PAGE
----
• 3
    @user535733 I'm sorry, I still fundamentally disagree that that's useful advice. Something as fundamental as using Electron is always a key design decision for a project, which is very hard to change once it's been made. It might be a bad decision, but the "influence" that you're suggesting is to propose a complete rewrite of the application. Using a platform like Electron has absolutely nothing to do with "packaging", it's at the very foundation of the application; you might as well say that writing your code in PHP rather than Rust is a "packaging decision". – IMSoP Feb 23 at 15:58

Snap packagers need to opt in to include lzo compression so that it's not using the slower xz compression when they're installed on your system:

Spotify is one of the worst cases of this and they probably should turn it on. In certain cases, like Chromium, the difference was significant and now it launches fast once that change was committed by the packagers.


I think the most simple answer is a bigger package will take more time to start than smaller ones, Spotify is based on electron which (I think) is essentially translating a web app into a package/app which is convenient for companies because they don't need to hire more developers to work on another version of the software but the other hand, it's taking too many resources, we can only hope that developers and companies make more effort into making their apps (especially paid ones), I'd recommend on upgrading to an SSD for better performance system-wide.

New contributor
saadiens is a new contributor to this site. Take care in asking for clarification, commenting, and answering. Check out our Code of Conduct.
  • 2
    thanks yes makes sense, but this is already running of a 2.5G per second NVME SSD. Also Electron apps via apt are at least 3x faster. Still slow but much faster than snap. – Thomas Browne Feb 22 at 22:06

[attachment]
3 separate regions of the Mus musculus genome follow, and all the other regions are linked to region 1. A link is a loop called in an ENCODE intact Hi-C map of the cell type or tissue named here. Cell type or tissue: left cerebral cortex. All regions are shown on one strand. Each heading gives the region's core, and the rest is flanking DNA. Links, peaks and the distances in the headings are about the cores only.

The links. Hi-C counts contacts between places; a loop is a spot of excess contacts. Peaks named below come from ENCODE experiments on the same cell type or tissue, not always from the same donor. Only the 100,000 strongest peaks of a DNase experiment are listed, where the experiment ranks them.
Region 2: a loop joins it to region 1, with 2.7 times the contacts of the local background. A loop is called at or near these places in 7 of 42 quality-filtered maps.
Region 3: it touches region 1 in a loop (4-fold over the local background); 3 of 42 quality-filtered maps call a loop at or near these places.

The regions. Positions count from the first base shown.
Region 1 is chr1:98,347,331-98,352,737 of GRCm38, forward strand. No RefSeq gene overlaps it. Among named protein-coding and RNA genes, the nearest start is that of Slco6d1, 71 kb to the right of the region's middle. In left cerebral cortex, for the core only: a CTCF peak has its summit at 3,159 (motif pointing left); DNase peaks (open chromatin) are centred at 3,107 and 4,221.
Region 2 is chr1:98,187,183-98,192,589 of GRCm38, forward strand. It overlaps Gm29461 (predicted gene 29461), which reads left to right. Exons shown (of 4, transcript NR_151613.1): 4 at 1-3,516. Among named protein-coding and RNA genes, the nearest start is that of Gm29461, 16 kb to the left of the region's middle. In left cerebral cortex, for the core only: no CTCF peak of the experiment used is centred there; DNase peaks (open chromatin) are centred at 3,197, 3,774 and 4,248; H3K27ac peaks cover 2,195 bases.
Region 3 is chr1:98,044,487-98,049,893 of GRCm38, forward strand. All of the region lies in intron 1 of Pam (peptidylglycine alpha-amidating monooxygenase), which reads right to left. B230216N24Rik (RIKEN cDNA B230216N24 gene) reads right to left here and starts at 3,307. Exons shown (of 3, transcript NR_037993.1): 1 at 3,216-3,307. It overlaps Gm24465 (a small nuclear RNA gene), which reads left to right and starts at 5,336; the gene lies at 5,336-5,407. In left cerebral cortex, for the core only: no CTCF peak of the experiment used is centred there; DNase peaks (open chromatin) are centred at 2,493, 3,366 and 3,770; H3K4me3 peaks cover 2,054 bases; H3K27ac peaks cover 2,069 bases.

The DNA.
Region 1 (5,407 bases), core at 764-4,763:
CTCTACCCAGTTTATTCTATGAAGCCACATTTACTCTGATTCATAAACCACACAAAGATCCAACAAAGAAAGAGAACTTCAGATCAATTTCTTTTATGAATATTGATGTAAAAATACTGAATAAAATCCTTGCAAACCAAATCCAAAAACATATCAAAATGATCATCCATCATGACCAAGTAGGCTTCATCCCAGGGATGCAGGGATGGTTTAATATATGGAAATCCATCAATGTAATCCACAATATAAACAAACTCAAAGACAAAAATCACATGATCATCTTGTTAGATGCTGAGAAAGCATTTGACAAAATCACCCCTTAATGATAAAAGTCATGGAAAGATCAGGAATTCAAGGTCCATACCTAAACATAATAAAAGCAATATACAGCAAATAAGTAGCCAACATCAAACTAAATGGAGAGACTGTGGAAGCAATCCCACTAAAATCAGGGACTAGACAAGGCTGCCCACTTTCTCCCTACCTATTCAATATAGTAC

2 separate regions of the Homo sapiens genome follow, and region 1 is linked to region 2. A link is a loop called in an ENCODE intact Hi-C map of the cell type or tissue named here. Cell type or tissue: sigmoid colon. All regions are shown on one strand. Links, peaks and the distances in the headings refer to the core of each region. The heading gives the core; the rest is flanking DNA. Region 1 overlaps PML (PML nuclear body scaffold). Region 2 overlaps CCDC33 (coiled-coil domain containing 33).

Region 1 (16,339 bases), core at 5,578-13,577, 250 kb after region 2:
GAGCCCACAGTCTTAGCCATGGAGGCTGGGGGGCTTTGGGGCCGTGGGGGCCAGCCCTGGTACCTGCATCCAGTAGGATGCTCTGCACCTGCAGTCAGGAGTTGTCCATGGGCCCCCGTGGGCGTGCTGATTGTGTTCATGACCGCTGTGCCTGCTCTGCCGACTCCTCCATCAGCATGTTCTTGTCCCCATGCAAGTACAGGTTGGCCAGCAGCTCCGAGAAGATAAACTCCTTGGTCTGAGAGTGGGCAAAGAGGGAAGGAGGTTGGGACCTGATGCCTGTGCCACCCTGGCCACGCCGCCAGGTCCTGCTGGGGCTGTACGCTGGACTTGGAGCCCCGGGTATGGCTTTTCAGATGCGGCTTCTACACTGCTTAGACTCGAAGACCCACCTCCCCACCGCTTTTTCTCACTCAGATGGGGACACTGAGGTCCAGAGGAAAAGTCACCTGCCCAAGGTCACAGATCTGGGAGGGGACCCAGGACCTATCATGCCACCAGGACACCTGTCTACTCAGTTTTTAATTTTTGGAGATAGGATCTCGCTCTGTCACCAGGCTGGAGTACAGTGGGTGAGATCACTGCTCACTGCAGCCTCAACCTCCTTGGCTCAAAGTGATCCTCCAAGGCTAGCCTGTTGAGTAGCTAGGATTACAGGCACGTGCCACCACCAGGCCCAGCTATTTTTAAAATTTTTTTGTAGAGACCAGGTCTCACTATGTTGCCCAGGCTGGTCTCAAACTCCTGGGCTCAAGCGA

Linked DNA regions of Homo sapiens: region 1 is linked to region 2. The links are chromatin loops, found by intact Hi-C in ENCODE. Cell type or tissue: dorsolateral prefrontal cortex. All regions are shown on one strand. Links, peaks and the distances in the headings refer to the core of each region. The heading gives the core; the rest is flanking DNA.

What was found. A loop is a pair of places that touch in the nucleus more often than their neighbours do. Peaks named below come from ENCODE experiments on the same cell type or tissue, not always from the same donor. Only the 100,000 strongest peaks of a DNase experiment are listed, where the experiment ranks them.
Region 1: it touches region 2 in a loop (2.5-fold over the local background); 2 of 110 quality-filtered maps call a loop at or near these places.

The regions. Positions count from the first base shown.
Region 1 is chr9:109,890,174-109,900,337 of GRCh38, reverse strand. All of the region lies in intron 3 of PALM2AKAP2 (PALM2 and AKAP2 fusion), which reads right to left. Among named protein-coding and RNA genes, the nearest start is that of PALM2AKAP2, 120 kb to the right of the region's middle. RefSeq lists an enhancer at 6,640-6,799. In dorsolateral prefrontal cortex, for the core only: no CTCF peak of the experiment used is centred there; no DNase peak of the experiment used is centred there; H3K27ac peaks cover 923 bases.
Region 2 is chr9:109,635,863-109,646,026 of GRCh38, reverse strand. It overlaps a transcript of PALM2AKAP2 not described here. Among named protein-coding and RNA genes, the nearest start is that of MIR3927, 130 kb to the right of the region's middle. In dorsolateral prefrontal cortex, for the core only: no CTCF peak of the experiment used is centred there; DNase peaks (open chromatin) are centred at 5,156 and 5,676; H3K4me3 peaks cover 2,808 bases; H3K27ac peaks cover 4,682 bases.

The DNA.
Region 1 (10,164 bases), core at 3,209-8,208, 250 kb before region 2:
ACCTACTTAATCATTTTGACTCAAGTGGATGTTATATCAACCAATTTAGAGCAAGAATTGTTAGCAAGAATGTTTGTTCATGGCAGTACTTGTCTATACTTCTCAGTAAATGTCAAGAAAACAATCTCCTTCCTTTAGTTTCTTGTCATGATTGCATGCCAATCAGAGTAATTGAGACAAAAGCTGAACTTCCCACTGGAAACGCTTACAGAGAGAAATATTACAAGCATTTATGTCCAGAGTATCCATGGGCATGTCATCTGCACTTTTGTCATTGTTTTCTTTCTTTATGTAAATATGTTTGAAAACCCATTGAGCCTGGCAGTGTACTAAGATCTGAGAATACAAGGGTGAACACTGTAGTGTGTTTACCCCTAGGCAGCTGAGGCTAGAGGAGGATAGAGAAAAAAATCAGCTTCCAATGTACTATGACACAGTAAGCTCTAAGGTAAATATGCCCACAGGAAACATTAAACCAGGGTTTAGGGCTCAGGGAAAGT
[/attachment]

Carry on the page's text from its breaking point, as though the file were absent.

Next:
• "convenient for companies because they don't need to hire more developers to work on another version of the software" - makese sense for small to medium sized companies, but doesn't make much sense for e.g. Spotify which is currently worth $66bn. A few extra developers is pocket change. On the other hand, it's hard to think of another plausible reason. – Jon Bentley Feb 23 at 9:26
  • 1
    @JonBentley Yeah, the emphasis is somewhat off on that sentence. Electron is a platform for building applications, and developers use it for the same reason they use any other library or toolkit: to avoid having to reinvent parts they're not interested in innovating. Spotify could build an entire UI library which interfaced directly to your graphics card, but nobody would really notice, so they spend their resources elsewhere. – IMSoP Feb 23 at 9:30

Your Answer

By clicking “Post Your Answer”, you agree to our terms of service, privacy policy and cookie policy

Not the answer you're looking for? Browse other questions tagged or ask your own question.